PTA's efforts were not limited merely to the festival. "The children's theatre workshop" has made a positive mark in the theatrical arena of the country. The children's theatre movement is no longer revolving around Dhaka but is spreading all over the country. "Theatre for children" activities are being carried out among school-level children. Even the workshops for children's theatre directors are giving a guideline to the children's theatre movement. The audience is showing increasing inclination towards watching children's theatre as well. Theatre critics have also projected a new focus on children's theatre.

The most inspiring and noteworthy thing about Bangladesh's childrens theatre is that it has established a unique place of its own even in the international field of theatre. The International Children's Theatre Festival started in the city of Lingen, Germany in 1990. Bangladesh first participated in the festival in 1994 along with 22 other countries. The play "Sanghar" directed by Lucky which was adopted from "Fandibaj Bagh" by Hashi Siddiqui was adjudged as one of the three best plays by the critics. The two other plays were by children from Russia and Denmark. The play "Bobby" directed by Lucky and written by Bijoy Tendulkar was highly praised in the fifth festival in 1998 at the same venue. In the year 2000 People's Little Theatre's musical drama "Bajao Bishaw Bina" and Tagore's "Tasher Desh" stirred up the Hanover festival. Another People's Little Theatre production "Rup Bodoler Rupkatha" directed by Lucky was the talk of the festival that took place in the city of Tyoama, Japan in the sixth festival in August, 2000. The play "Laloo" directed by Lucky, written by Abdul Matin -- yet another People's Little Theatre's production was staged in the seventh festival in the city of Lingen, Germany in 2002. People's Little Theatre attended the eighth festival with their Fusion Production in the 2004 Cuba festival.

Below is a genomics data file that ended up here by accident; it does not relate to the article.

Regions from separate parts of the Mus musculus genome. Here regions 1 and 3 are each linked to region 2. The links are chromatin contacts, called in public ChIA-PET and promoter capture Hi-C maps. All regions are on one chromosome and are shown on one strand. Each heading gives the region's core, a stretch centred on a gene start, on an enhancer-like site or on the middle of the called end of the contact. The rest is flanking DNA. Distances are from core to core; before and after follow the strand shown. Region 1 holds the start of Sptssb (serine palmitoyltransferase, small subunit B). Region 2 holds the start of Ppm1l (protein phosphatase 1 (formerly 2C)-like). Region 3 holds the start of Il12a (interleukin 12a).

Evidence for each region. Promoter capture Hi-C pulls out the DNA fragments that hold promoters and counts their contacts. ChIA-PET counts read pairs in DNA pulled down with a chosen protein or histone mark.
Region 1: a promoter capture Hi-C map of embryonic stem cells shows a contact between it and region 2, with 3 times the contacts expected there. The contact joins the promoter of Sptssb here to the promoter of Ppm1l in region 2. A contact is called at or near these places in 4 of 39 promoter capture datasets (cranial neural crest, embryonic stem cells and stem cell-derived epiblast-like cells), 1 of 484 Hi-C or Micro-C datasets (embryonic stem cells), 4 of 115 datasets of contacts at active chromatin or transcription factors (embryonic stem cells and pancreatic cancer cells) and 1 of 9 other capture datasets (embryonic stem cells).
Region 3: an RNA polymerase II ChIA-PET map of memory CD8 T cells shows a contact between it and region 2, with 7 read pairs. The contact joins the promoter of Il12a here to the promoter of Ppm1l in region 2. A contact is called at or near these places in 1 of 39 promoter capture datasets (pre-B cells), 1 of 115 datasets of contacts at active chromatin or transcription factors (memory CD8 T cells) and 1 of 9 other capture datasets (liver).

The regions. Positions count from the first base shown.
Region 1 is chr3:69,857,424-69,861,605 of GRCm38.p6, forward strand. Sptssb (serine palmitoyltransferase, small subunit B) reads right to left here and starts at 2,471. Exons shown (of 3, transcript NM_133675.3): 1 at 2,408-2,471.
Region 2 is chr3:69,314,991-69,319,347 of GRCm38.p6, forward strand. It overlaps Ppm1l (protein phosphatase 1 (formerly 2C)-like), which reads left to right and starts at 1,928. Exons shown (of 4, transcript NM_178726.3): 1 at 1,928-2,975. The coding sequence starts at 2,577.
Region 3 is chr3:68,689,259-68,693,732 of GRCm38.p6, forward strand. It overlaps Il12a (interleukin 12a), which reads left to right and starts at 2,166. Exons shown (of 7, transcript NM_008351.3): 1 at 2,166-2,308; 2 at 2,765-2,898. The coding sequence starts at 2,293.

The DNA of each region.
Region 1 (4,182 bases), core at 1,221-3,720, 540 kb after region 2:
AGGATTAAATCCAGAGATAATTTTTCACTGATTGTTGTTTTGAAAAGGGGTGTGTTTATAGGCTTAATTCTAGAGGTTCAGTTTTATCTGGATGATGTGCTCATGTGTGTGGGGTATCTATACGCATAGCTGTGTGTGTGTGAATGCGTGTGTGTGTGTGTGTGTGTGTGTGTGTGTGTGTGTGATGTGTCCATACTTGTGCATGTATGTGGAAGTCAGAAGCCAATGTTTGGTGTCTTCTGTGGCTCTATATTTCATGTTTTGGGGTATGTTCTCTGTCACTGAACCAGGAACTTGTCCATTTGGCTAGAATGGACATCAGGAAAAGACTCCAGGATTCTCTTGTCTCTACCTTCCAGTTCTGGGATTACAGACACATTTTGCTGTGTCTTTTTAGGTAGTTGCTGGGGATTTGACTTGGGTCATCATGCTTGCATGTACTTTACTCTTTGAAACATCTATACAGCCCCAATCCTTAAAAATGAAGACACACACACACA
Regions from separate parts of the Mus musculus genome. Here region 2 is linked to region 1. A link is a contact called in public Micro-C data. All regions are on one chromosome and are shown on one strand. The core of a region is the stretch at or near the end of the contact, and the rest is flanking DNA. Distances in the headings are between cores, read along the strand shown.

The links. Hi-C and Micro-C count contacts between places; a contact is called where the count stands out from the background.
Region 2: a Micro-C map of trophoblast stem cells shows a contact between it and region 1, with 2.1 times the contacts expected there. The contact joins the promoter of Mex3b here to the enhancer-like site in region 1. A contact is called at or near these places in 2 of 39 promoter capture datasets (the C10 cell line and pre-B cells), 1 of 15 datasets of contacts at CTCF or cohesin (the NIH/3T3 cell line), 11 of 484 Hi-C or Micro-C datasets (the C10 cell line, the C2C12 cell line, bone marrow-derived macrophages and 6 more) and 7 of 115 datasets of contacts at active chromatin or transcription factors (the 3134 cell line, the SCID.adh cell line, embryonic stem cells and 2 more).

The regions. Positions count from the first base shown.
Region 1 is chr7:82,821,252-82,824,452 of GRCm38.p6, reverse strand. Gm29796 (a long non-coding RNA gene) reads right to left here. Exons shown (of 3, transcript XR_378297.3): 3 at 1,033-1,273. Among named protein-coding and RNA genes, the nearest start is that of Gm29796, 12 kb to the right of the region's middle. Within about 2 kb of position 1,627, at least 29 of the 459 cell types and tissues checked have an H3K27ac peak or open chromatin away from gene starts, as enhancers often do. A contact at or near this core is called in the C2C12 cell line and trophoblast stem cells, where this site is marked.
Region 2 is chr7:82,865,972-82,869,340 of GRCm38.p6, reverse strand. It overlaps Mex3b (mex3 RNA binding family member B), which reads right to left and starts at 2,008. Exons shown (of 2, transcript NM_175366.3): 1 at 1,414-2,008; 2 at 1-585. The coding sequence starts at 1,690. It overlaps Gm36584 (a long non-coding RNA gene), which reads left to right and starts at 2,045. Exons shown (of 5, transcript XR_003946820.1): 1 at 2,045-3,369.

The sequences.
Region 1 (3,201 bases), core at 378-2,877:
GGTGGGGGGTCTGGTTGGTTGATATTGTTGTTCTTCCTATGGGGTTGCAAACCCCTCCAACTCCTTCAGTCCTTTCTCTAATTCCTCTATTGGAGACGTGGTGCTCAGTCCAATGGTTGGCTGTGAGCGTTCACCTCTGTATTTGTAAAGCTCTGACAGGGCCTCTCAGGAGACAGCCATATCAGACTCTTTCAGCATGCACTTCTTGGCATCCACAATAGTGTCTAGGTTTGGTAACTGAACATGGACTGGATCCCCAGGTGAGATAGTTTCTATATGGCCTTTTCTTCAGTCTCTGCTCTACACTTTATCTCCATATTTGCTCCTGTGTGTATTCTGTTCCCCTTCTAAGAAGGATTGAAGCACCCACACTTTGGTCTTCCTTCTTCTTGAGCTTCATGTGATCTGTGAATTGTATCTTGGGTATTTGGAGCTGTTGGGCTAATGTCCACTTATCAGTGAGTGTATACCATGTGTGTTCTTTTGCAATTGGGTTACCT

For the last 10 years or so, International Children's Theatre Festival has been held annually in the Indian cities like Delhi, Mumbai, Orissa. PTA concerns regularly participate in these festivals. "Almost all the productions have been admired. The little performers were inspired and Bangladesh's image has been upheld in all the festivals," says Lucky.

One of the biggest tasks is to convince the child actor's family that theatre will ultimately benefit the child. There have also been some obstacles in children's theatre practice aside from the success stories. The biggest predicament comes from the individual performer's family. Every family thinks that the theatre practices cause trouble to a child's academic education. But Lucky believes that children's theatre can be a good foundation for a kid's education. "The parents have to be made aware of the positive outcome of children's theatre."

With the sponsorship of ITI and CIDA, the People's Theatre Association plans to take more steps to promote children theatre: This includes forming school theatre, activities for children between two and six years, workshops for children, directive and teachers. Hopefully, these efforts will encourage more children to express themselves through drama.